• Open Season by Nancy Wainer (Cohen) in 1991 (how can 1991 be called "old"? Well, it was nearly 20 years ago and considering that many women giving birth today were born only a couple years prior to that, it IS old!). Nancy has a lot of FIRE and I love it. Some people have been known to call her "angry" or "bitter." I call her...amazing. Her writing lights you up and calls you to action. She has incredible passion, fire, brightness, drive, and enthusiasm. Recently one of her newer articles in Midwifery Today has been making the Facebook rounds: VBAC and Choice.
  • Birth Book by Raven Lang (available in a limited edition from Citizens for Midwifery). This is the original counterculture birth book written in 1972 at the launch of what would become the modern movement to return birth to the hands of women.
  • Childbirth with Insight written in 1983 by Elizabeth Noble, is another one of the birth books that I say "goes beyond." As a childbirth education, I especially benefitted from her exploration of some of the failings of traditional approaches to childbirth education.
  • Lots of older books from Sheila Kitzinger are very good also. I particularly enjoy The Experience of Childbirth and Giving Birth: How it Really Feels.
  • My last recommendation for today is Mothering the New Mother by Sally Placksin (revised in 2000, which again sounds fairly recent, but in reality is ten years ago--how is that possible?). It is classic must-read for doulas as well as any other birth companions. It is wonderful and I wish I would have read it before my own first child was born.
There are many more excellent books out there, both modern and "historical," but I'll leave you with these treasures for now. I'm grateful for each of these birth activists whose words and spirits helped deepen and refine my own passion for birth.

CfM Blogger

Wednesday, March 17, 2010

Grassroots Network: Be Part of CfM’s Exciting Change!

Dear Friends,

Be Part of CfM’s Exciting Change!

Citizens for Midwifery is looking for feedback from our members and supporters. As part of our exciting transition, with new leadership and an expanded board ahead of us, we at Citizens for Midwifery are thinking about how we can better focus our work to serve our members and friends: you! So:

· CfM is conducting a survey. Please participate here.The survey will only be available till April 2nd, so please take the survey today!
· CfM is holding our annual meeting as a webinar on March 23rdat 8 PM Eastern Time. Please register here to join us--everyone is welcome. During our webinar meeting on March 23rd, we will also gather feedback from participants and share information about CfM. Visit the URL above to register.
We want to hear your opinions. Your participation is crucial to our growth, so please join in. The survey results and the feedback during the webinar will help inform CfM's mission, goals, and services as we move forward in 2010.

Thanks so much for your time! We really look forward to hearing from you!

Susan Hodges, “gatekeeper”

Friday, March 12, 2010

Book Review: Get Me Out

Book Review: Get Me Out: A History of Childbirth From the Garden of Eden to the Sperm Bank
By Randi Hutter Epstein, MD
W.W. Norton & Company, 2010
ISBN 978-0-393-06458-2
302 pages, hardback, $24.95

Reviewed by Molly Remer, MSW, ICCE

Since it shares a subtitle about the history of childbirth, I expected the new book Get Me Out to be very similar in content to the recent book Birth Day by Mark Sloan or to the book Birth by Tina Cassidy. I wondered how much more could possibly be reported about the history of childbirth. It turns out there is plenty more and I was delighted to discover that Get Me Out stands alone as a unique and interesting contribution to books of this genre.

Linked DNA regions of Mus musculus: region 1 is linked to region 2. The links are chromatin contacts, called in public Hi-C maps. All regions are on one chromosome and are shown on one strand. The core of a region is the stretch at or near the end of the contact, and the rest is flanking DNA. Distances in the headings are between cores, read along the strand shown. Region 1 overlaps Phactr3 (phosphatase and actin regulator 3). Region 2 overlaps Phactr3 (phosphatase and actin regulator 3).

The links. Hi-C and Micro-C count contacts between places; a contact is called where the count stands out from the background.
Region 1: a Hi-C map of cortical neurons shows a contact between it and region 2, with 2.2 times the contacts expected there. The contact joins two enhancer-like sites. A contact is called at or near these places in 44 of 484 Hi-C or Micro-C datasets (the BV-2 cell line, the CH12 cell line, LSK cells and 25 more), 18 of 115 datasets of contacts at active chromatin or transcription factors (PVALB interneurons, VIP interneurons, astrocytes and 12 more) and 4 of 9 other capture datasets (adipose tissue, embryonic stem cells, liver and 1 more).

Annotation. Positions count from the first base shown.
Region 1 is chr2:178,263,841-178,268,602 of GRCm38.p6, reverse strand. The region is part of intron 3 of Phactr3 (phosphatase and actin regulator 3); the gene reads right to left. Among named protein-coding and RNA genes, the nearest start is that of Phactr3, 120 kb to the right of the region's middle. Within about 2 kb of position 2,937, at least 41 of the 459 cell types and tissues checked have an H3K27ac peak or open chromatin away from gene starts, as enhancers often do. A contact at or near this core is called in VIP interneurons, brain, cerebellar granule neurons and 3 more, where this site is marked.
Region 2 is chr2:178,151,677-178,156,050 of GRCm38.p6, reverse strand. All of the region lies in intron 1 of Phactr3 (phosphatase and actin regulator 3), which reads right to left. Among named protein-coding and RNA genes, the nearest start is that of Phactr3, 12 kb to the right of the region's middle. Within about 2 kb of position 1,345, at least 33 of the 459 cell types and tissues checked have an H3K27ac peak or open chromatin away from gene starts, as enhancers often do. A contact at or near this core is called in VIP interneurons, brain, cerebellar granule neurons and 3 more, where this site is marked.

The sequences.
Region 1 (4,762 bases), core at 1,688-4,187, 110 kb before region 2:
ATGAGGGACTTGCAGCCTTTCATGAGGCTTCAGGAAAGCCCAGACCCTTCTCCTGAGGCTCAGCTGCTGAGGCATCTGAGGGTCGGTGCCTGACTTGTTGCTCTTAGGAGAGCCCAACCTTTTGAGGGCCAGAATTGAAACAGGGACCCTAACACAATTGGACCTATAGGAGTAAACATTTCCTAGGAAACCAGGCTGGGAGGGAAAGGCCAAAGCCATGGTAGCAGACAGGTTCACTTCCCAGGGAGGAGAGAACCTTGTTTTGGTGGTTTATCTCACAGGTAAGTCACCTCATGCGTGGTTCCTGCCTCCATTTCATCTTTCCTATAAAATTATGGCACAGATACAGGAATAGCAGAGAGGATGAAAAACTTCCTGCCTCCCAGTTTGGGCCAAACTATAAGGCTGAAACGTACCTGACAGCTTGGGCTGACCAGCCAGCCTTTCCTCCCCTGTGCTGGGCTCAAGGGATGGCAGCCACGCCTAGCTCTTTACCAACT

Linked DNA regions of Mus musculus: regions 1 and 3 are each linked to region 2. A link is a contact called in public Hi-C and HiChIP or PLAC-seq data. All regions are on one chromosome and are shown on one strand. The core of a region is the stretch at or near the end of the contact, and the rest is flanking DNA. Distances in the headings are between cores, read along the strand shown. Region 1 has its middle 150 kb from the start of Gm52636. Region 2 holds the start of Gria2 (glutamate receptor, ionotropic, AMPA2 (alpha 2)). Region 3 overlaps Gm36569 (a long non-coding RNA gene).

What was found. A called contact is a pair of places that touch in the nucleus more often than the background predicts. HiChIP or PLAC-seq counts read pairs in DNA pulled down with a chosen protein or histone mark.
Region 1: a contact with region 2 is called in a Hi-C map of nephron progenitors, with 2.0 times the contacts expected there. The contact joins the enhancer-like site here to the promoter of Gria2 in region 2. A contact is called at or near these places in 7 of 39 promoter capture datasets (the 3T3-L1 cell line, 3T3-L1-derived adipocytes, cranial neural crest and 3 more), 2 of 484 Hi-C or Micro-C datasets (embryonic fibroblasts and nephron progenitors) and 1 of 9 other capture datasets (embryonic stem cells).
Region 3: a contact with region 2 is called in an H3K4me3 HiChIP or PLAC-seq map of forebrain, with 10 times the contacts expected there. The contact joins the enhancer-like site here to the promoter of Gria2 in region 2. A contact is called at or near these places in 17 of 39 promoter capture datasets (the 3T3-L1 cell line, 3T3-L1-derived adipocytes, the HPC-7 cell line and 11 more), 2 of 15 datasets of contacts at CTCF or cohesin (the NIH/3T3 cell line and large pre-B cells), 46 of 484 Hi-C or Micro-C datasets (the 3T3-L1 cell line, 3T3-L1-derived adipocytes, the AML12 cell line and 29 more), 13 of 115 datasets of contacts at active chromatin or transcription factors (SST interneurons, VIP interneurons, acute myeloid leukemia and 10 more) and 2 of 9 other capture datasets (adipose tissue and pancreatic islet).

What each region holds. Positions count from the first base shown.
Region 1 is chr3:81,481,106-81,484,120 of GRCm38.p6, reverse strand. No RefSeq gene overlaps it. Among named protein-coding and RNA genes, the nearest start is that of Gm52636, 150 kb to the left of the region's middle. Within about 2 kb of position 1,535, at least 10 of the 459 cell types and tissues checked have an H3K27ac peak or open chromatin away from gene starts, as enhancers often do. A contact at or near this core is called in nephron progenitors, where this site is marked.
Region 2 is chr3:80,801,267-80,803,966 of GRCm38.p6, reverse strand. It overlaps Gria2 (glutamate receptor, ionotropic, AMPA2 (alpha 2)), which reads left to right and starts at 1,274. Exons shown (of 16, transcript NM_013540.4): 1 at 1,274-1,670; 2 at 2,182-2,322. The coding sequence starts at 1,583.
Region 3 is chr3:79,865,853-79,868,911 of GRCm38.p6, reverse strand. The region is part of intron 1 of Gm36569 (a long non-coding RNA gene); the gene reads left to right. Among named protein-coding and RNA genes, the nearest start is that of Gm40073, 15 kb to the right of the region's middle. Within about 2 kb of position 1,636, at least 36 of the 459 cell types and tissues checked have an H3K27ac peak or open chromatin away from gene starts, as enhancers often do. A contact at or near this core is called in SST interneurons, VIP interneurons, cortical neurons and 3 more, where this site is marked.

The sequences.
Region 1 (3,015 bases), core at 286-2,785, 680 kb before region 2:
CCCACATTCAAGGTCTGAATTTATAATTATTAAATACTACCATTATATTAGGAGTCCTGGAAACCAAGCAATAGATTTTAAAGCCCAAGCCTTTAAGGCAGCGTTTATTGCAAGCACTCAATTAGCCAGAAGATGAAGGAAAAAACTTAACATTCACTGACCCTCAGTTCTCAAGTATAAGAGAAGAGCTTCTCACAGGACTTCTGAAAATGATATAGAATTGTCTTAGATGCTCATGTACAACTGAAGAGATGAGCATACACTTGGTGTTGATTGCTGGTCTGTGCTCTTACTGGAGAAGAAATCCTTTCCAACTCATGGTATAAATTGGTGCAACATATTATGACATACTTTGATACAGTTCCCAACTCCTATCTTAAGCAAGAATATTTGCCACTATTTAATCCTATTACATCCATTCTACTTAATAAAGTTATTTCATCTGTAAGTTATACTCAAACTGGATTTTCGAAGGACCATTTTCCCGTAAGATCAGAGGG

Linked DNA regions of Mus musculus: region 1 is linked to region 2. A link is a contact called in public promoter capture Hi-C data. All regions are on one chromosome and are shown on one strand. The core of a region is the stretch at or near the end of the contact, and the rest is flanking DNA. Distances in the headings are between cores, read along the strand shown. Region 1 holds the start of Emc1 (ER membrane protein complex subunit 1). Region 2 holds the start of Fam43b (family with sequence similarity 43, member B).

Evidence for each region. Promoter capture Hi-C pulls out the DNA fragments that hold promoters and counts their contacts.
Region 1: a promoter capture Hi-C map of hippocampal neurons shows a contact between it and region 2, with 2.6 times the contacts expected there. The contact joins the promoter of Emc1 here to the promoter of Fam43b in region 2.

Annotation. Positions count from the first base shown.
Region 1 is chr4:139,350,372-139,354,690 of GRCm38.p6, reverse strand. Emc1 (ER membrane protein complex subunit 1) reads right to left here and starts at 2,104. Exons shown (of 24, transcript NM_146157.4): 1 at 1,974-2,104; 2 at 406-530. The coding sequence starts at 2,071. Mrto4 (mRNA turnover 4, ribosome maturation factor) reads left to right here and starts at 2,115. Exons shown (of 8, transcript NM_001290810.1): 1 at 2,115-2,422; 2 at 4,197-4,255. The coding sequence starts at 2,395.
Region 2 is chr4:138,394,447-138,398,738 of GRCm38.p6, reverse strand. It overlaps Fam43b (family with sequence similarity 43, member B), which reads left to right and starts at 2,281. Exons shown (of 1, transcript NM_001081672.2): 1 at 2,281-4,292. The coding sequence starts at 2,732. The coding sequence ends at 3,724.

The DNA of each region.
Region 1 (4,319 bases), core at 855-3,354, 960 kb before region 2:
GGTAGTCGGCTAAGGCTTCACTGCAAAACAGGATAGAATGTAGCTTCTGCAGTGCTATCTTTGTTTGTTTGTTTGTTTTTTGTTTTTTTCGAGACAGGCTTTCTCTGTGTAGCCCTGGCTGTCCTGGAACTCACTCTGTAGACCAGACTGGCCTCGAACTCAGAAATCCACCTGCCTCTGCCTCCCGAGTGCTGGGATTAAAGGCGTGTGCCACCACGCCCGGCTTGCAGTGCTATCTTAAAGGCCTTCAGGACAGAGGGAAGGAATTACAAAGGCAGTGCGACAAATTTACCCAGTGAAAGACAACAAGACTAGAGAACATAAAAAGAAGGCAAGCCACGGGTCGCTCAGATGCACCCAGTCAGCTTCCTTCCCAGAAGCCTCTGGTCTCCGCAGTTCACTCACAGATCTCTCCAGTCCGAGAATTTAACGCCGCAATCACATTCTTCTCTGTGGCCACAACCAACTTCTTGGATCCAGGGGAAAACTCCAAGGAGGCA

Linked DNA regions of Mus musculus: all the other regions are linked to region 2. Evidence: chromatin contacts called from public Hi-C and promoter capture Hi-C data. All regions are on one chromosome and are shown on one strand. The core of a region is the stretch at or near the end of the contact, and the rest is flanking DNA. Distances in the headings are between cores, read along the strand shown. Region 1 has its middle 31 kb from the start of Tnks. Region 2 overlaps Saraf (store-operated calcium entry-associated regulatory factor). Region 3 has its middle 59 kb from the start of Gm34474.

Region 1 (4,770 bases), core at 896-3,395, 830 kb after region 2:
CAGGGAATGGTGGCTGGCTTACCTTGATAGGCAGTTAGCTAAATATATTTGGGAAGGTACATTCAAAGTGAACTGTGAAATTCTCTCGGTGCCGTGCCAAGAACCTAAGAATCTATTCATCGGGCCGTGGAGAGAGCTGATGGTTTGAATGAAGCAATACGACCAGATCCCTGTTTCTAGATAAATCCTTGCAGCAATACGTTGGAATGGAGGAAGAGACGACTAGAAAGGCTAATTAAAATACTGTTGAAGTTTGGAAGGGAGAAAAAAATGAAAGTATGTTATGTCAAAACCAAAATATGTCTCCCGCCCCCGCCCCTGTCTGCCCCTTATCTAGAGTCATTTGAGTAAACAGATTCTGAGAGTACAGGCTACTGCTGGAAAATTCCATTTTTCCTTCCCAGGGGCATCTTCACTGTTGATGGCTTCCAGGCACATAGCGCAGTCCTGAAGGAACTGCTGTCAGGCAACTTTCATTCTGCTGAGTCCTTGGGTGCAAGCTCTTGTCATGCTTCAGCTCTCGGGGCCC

Written by a physician and mother of four, Get Me Out focuses on some very recent elements of birth history including assisted reproductive technologies (ART), ultrasound, and freebirth, subjects not addressed in the books referenced above. Aside from familiar content about things like the Chamberlen brothers and the Twilight Sleep movement, the remainder of the text was fresh and engaging. Part one included an interesting and disturbing chapter about Marion Sims and his research and experiments with fistula repair on enslaved women. A later chapter explores Sims’ research with artificial insemination (this time with middle class white women). In fact, the latter half of the book contains an extensive historical look at artificial insemination, moving into present day history including an exploration of sperm banking and cryo-preservation of eggs.

Unique among birth history books is Epstein’s chapter on freebirth (more commonly known as “unassisted childbirth”) followed with a chapter about ultrasound including content about 4D and “novelty” ultrasounds. There is also a chapter exploring DES and its effects on reproduction.

Also different than Birth Day and Birth, is the total absence of memoir or personal reflective content. Epstein is a medical journalist and Get Me Out is written in that voice. There is a light, personal tone to the text, but nothing personal aside from occasional descriptions, observations, or quotes from interviews with sperm bank mangers (for example). I found myself feeling a little curious about her personal history of childbirth, an element freely interspersed throughout the texts of other recent birth history books.

As the author says, “…the way we give birth is a story about our deepest desires and our fundamental concerns about life, death, and sex.” Get Me Out is a fascinating tale focusing on our collective, cultural story about birth in the late nineteenth and twentieth centuries, as well as dip into the story that continues being written today.

Disclosure: I received a complimentary copy of this book for review purposes.

Tuesday, March 9, 2010

NIH VBAC Conference